Why Are 570 Million Farmers Not Yet Using Agricultural Apps?

Why Are 570 Million Farmers Not Yet Using Agricultural Apps?

Until recently, using agricultural apps and software was a rare practice among growers.

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This is now changing. The mass adoption of smart devices in the recent few years brought a huge change in the way growers all around the world practice agriculture. Agricultural apps, as well as agricultural software and digital agriculture solutions, are becoming more and more common and adoption rates are continuously increasing.

But is it going to continue this way?

Adoption of Software Platforms and Apps by Farmers

This trend results in an abundance of startup companies that develop new tools for growers, from farm management software, to apps that use sophisticated models and data analytics.

Not only startup companies are in the race, but also big companies, who identified the trend and the growing need, and are trying to develop their own apps and software platforms.

Such solutions include, for example, apps for identifying pests and diseases, farm management software, decision-support platforms, apps that present data received from sensors in the field, etc.

Despite the increasing adoption rate of agricultural apps by growers, no single application has been widely adopted, and the market is in its infancy. Some obstacles are holding the market back.

Obstacles for Massive Adoption of Agricultural Apps

One of the major challenges software companies are facing is that, while most startups focus on solving one aspect of the supply chain, growers need app and software solutions for the entire production process.

It is unlikely for growers to adopt multiple apps or software that each of them provides just a narrow aspect of the multifaceted growing needs. Moreover, while each solution individually claims to save time for the grower, working on multiple apps consumes even more time, which the grower doesn’t have.

Furthermore, most apps and software platforms ask for similar information. For example, having to draw farm fields on the map, which crops are to be planted, pesticide and fertilizer stock, etc. The grower, on his end, finds himself overwhelmed with the many solutions offered and from the need to log in to separate platforms.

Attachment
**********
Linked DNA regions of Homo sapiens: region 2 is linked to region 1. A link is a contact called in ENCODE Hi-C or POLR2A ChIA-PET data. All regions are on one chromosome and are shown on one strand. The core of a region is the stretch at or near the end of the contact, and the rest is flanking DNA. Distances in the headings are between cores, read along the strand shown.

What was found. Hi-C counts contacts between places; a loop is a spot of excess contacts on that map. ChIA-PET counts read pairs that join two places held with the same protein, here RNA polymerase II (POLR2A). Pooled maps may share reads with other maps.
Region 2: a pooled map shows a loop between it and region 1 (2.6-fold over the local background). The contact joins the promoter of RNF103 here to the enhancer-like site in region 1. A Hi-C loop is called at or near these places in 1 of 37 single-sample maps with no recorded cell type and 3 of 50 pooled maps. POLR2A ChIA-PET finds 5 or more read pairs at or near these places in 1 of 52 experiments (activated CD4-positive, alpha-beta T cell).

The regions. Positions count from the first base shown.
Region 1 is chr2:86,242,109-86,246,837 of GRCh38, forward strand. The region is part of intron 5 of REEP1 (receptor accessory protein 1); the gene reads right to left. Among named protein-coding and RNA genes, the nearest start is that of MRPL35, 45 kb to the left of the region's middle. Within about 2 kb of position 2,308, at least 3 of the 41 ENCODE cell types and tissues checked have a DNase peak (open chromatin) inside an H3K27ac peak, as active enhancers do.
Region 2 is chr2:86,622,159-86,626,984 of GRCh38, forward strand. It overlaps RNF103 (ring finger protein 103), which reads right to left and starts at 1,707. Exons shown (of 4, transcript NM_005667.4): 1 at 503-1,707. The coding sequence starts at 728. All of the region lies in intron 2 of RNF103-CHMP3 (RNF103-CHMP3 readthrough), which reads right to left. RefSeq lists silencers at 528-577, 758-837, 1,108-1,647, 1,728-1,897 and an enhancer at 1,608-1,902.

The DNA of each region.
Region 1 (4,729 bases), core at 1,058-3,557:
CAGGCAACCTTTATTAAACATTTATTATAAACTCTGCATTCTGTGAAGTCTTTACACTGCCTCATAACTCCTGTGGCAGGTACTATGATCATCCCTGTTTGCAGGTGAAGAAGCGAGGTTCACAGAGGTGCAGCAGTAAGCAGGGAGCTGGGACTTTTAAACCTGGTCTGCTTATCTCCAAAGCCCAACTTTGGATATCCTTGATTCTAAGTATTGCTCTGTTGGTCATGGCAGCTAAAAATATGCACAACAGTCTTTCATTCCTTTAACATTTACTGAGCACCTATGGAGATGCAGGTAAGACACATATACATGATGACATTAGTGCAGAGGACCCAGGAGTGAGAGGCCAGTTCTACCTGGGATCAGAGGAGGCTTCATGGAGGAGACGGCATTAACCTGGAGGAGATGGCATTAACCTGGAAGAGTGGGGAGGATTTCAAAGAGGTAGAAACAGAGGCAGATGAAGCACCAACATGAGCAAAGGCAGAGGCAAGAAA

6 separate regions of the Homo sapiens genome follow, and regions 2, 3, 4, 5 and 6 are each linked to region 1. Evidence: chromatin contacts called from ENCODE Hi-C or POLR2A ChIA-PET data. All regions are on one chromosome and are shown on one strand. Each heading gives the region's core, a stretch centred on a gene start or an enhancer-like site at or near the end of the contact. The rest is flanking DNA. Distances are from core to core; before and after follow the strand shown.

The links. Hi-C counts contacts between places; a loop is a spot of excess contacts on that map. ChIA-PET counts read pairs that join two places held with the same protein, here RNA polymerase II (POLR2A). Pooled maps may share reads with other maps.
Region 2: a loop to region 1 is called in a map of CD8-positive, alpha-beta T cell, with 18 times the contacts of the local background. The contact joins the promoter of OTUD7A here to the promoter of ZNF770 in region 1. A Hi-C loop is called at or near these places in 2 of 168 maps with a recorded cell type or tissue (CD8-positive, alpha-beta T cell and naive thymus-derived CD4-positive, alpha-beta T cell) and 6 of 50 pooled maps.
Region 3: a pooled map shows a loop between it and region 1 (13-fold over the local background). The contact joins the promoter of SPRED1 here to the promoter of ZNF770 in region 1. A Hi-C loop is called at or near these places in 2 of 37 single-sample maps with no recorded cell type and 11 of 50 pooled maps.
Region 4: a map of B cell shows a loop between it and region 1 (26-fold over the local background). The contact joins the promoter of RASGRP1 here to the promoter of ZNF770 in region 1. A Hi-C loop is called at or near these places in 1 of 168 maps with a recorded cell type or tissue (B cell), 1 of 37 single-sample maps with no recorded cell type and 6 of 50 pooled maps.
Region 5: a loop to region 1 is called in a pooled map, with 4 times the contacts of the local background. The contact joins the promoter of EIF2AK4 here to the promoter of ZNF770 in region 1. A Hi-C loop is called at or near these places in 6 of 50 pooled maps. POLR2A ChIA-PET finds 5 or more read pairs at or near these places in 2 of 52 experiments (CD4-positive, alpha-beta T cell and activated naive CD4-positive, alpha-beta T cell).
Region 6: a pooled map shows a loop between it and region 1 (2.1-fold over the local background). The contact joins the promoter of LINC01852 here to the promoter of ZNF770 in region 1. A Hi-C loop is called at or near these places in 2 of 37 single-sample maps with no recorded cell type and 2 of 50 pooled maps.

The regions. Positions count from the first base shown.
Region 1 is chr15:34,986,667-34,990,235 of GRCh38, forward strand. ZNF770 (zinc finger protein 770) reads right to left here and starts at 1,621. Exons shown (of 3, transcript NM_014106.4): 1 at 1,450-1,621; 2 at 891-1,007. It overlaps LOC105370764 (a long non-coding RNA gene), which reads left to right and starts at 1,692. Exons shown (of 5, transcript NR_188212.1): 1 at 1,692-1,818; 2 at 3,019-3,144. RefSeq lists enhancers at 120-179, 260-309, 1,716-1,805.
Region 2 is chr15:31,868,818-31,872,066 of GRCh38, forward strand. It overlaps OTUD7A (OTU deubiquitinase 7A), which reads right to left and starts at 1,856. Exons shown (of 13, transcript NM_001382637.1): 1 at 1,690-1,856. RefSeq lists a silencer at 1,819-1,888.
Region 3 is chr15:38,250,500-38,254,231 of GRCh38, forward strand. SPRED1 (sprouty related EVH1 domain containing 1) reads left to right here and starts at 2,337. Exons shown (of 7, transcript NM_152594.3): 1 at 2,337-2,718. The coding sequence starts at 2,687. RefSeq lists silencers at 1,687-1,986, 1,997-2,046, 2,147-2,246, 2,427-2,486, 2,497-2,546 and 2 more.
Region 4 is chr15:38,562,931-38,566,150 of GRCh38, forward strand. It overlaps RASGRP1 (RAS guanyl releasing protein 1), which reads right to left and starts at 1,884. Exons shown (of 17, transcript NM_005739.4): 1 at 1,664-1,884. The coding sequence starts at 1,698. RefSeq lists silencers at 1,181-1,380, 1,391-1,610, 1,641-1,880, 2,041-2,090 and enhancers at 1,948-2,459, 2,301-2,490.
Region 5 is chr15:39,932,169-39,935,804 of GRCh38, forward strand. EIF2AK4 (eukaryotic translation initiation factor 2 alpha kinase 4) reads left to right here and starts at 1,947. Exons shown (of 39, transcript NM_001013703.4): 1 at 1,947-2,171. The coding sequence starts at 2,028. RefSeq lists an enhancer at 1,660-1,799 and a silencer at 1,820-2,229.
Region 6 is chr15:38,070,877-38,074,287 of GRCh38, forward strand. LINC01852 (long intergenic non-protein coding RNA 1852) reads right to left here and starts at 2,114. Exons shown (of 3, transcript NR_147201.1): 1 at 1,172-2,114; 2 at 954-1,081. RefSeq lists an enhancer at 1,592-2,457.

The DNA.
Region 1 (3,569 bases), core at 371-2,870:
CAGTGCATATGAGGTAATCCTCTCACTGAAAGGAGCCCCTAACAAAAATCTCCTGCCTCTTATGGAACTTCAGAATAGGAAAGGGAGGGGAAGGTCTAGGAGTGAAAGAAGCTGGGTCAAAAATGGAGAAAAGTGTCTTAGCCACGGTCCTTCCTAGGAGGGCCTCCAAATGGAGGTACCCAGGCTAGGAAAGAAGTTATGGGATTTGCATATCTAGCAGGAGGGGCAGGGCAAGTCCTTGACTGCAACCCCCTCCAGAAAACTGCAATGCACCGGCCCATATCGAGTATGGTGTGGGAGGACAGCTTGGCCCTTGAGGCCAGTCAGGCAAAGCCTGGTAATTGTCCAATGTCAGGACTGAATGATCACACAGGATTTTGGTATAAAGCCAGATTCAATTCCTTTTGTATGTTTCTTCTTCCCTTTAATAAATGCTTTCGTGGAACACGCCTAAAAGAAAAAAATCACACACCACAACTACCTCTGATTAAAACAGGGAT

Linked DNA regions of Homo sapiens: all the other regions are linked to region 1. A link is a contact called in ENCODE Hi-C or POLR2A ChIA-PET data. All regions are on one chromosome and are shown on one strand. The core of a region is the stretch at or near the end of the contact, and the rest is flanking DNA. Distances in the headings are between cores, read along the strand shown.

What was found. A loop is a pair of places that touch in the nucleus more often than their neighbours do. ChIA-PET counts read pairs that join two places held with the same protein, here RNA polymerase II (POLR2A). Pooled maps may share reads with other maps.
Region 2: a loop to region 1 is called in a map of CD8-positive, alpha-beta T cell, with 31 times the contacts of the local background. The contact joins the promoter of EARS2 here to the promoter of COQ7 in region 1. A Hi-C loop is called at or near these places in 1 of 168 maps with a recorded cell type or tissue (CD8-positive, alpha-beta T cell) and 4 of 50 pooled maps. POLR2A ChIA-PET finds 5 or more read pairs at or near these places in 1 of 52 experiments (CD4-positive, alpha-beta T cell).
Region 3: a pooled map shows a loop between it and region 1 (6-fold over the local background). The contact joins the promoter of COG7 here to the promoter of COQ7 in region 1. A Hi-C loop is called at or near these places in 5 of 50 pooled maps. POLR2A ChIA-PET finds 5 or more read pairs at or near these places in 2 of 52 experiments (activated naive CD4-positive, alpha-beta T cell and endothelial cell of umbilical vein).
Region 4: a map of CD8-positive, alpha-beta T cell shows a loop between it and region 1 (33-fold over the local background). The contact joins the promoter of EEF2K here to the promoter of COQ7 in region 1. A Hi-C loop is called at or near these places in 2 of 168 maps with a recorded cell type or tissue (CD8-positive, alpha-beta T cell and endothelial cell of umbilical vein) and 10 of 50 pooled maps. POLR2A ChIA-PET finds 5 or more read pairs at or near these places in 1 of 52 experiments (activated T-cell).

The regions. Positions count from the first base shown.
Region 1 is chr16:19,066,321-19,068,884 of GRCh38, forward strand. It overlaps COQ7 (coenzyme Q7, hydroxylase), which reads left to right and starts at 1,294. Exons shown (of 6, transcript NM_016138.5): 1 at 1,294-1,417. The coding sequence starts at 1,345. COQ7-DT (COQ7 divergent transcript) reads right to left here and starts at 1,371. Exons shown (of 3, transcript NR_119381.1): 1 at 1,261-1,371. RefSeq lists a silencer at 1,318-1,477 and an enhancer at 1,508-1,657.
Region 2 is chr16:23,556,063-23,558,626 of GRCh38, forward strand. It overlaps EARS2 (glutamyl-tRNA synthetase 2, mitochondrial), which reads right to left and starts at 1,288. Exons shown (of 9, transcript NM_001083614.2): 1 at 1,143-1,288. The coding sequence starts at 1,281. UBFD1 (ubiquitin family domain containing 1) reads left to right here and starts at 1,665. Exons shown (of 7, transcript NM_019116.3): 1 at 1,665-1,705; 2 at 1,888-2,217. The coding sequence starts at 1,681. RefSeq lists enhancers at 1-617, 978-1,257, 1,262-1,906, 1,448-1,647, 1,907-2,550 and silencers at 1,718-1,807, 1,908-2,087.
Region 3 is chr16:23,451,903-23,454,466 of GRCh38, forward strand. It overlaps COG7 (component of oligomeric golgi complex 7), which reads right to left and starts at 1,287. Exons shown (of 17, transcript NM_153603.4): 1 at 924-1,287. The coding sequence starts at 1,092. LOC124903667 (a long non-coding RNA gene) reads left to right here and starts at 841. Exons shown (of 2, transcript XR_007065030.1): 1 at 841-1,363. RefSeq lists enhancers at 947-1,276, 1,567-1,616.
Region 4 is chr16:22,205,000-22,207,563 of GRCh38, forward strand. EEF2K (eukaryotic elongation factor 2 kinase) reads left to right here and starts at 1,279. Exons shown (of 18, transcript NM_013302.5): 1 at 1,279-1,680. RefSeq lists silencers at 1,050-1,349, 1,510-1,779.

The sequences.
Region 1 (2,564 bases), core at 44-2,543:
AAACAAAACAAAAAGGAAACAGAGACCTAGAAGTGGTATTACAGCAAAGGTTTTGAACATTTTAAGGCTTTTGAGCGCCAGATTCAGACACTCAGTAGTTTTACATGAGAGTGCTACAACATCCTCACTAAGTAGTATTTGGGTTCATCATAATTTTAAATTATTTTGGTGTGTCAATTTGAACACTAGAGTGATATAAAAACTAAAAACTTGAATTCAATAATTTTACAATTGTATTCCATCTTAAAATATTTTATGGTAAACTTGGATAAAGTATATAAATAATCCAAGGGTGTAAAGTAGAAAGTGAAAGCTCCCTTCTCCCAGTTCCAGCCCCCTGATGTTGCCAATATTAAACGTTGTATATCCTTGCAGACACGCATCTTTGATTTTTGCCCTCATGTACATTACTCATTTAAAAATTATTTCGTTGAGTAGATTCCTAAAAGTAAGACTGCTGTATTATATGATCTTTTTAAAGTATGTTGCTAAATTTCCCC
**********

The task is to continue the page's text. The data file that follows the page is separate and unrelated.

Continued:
In addition, the business models and pricing models of the many startup companies are different from one another. This results in further confusion among growers and sometimes even causes them to be reluctant to adopt a new software.

When growers are asked what their main expectation from an agricultural software or app is, most say that it must be simple and easy to use and that it must provide a solution for “all” (i.e., for at least the three main practices – irrigation, crop protection, and fertilization).

How Can We Overcome the Barriers?

Therefore, I believe the agricultural software and apps market heads toward consolidation, merging of technologies and creation of platforms that encompass the entire production process.

One might say that this is in the giant companies’ hands and that they will be the ones that will either develop a comprehensive software solution or acquire some smaller startup companies and put them on one platform. However, I think that because big companies have a complex structure and because their DNA is of an input or equipment manufacturing (irrigation equipment, fertilizers, pesticides, seeds, etc.), they lack the enthusiasm and wider scope required to develop new technologies, which are not in their direct focus. Therefore, startup companies will continue to lead the research and development of apps and software. As it seems, startup software companies will eventually have to join forces, or merge, in order to provide that ‘one’ solution.

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Kurt Bantle says:

Great article and well put, especially the obstacles section. Completely agree with this “most startups focus on solving one aspect of the supply chain”. I had to build my own solution 6 years ago. Never really did much with it except for myself because I thought for sure would be flooded with robust solutions. I was wrong on that thought.